It may be that some nonverbal autistic children also suffer from a condition known as apraxia of speech, which is a neurological disorder that makes the use of language very difficult. But this doesn’t explain why those children who don’t have apraxia and are nonverbal don’t speak. Lots of research is being undertaken but there doesn’t seem to be a general concensus yet as to what is happening to brain functions to prevent speech development and what impact this has on individual patients.

 

Will a nonverbal child ever learn to talk?

A more popular word to use nowadays than the word nonverbal is preverbal, which indicates that yes, a nonverbal child can learn to talk. However, as each autistic child is different so their ability to learn language will be different – some may only ever learn a few words while others will be able to converse fluently.

 

How you can help your nonverbal child to talk

There are lots of different ways that you can help your nonverbal child to talk, and we discussed some of them in our previous post, however as we have stressed before, there is no guarantee that any of them will work on any child. Research has suggested that behavioural interventions, play therapy and speech therapy can all help have a positive impact on speech. Using a free digital app such as App2Vox may also be worth your while as your child will be able to communicate by tapping on simple images.

Some other ways to communicate with your nonverbal child include:

  • Taking an action they have already mastered and making it mean something e.g. clapping when they want to say yes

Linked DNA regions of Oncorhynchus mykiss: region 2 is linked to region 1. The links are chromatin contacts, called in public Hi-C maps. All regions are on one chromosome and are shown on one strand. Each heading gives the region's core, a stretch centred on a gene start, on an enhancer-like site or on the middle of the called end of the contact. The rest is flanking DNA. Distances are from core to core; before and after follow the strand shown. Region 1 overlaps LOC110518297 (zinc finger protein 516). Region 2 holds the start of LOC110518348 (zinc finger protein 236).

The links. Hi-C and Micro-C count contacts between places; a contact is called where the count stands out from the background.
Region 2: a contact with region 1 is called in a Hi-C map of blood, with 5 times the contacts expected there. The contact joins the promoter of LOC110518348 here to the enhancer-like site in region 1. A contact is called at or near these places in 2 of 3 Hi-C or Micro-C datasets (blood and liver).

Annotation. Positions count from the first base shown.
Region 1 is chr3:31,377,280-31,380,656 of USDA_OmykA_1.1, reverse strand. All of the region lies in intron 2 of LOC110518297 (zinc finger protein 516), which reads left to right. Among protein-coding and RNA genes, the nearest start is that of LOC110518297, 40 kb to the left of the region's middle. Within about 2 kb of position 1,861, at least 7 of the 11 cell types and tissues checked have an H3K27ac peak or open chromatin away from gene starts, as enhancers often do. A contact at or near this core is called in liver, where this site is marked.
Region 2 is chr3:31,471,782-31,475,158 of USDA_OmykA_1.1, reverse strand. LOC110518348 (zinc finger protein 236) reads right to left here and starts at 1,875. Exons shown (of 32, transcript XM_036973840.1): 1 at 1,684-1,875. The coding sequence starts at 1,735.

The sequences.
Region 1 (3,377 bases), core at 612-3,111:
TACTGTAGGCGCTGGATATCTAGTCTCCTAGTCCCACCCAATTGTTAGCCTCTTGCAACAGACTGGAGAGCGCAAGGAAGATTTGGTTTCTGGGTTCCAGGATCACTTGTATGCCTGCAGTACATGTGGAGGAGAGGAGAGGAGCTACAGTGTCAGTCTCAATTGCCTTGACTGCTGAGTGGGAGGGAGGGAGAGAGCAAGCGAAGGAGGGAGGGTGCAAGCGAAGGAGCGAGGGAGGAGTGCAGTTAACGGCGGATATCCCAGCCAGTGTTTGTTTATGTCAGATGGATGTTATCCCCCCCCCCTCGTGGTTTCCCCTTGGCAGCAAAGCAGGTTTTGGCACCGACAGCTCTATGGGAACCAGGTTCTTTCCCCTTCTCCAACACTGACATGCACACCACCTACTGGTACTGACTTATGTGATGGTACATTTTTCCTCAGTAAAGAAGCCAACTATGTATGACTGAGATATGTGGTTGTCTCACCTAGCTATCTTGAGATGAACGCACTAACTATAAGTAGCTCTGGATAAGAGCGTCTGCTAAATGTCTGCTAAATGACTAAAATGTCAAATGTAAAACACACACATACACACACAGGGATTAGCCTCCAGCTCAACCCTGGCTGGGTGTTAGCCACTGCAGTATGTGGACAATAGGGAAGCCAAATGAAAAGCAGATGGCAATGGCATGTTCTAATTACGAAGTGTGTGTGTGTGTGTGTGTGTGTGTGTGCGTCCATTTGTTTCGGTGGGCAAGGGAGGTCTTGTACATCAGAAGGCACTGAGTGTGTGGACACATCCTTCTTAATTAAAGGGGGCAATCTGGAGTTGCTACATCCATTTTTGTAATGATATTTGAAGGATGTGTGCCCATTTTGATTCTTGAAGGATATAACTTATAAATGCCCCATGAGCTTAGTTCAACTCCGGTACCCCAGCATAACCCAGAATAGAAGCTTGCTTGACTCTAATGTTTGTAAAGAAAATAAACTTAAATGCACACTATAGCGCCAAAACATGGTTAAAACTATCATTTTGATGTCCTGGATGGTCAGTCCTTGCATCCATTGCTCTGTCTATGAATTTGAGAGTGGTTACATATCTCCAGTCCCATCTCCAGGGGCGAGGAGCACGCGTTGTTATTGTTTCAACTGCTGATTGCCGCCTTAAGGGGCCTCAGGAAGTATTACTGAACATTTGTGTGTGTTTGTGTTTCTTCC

• Sit at the same level as your child when communicating with them, and always make eye contact
  • Keep talking to them as much as you can, even when they are not communicating back
  • Encourage eye contact by placing stickers on your face to remind the child that they need to look at people when they are talking to them
  • Help them express themselves in other ways such as drawing, painting, mastering a musical instrument, or even dance
  • Try using a puppet to help them communicate, or even singing
  • Use a reference object to help them to understand the world around them, such as a fork to represent that they are about to eat or a towel to represent bath time
  • Use a communication aid such as App2Vox as a socially acceptable way to communicate while you are out

App2Vox has been developed in association with autism together, is proudly supported by Committ and is one of the most popular apps to help my child speak used by parents. To find out more about it could potentially help your child get in touch with our friendly and understanding team today on 0161 9747